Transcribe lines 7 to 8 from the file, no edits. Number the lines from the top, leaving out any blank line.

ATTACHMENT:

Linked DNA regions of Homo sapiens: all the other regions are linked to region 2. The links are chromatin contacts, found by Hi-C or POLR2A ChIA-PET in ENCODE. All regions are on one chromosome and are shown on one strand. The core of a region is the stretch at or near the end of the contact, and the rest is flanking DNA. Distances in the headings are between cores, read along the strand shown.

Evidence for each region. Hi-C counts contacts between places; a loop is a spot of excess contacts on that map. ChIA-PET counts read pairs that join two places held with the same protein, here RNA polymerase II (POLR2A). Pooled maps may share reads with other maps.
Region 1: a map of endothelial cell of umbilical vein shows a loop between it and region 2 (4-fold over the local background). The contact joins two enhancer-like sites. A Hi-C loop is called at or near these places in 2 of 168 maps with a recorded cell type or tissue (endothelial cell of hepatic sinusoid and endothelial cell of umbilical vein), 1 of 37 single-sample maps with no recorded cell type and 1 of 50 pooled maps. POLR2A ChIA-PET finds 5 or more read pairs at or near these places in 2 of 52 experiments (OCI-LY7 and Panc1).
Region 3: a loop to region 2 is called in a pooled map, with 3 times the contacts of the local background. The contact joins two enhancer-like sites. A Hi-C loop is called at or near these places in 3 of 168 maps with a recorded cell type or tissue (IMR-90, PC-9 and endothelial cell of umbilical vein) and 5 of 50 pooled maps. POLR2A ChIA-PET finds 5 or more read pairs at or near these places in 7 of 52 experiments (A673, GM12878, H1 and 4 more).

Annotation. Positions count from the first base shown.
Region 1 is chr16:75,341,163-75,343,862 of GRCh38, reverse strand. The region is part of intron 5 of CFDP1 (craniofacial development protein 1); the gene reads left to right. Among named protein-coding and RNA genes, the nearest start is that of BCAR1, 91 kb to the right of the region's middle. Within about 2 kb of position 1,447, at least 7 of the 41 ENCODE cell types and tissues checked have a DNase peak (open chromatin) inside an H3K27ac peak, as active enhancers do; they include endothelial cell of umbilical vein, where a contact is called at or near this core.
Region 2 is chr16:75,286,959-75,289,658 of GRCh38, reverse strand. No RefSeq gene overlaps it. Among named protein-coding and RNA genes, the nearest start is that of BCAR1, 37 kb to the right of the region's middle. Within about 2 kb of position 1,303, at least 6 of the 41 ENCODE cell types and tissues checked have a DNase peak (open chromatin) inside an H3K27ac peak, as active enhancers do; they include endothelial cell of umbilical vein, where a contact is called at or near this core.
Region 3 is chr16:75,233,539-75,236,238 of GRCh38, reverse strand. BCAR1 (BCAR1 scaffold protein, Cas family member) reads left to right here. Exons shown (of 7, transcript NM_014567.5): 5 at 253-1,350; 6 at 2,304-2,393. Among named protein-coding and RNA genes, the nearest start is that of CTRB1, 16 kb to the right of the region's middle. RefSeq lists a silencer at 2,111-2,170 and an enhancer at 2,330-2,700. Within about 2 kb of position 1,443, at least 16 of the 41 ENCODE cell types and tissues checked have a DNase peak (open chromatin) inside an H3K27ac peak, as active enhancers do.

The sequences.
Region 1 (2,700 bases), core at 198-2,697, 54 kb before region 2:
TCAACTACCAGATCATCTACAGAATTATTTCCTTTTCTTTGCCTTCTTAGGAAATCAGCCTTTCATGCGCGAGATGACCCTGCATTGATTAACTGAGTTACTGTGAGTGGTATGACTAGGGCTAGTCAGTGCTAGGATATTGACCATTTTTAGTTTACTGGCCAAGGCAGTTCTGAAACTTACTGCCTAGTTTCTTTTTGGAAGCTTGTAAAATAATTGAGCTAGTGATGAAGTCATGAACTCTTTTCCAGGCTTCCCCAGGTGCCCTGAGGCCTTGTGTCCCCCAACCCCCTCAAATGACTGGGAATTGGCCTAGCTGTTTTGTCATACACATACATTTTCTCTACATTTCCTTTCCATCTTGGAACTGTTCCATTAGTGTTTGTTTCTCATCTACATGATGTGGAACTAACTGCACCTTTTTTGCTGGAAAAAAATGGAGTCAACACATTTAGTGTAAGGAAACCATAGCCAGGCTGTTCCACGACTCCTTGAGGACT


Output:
Region 2 is chr16:75,286,959-75,289,658 of GRCh38, reverse strand. No RefSeq gene overlaps it. Among named protein-coding and RNA genes, the nearest start is that of BCAR1, 37 kb to the right of the region's middle. Within about 2 kb of position 1,303, at least 6 of the 41 ENCODE cell types and tissues checked have a DNase peak (open chromatin) inside an H3K27ac peak, as active enhancers do; they include endothelial cell of umbilical vein, where a contact is called at or near this core.
Region 3 is chr16:75,233,539-75,236,238 of GRCh38, reverse strand. BCAR1 (BCAR1 scaffold protein, Cas family member) reads left to right here. Exons shown (of 7, transcript NM_014567.5): 5 at 253-1,350; 6 at 2,304-2,393. Among named protein-coding and RNA genes, the nearest start is that of CTRB1, 16 kb to the right of the region's middle. RefSeq lists a silencer at 2,111-2,170 and an enhancer at 2,330-2,700. Within about 2 kb of position 1,443, at least 16 of the 41 ENCODE cell types and tissues checked have a DNase peak (open chromatin) inside an H3K27ac peak, as active enhancers do.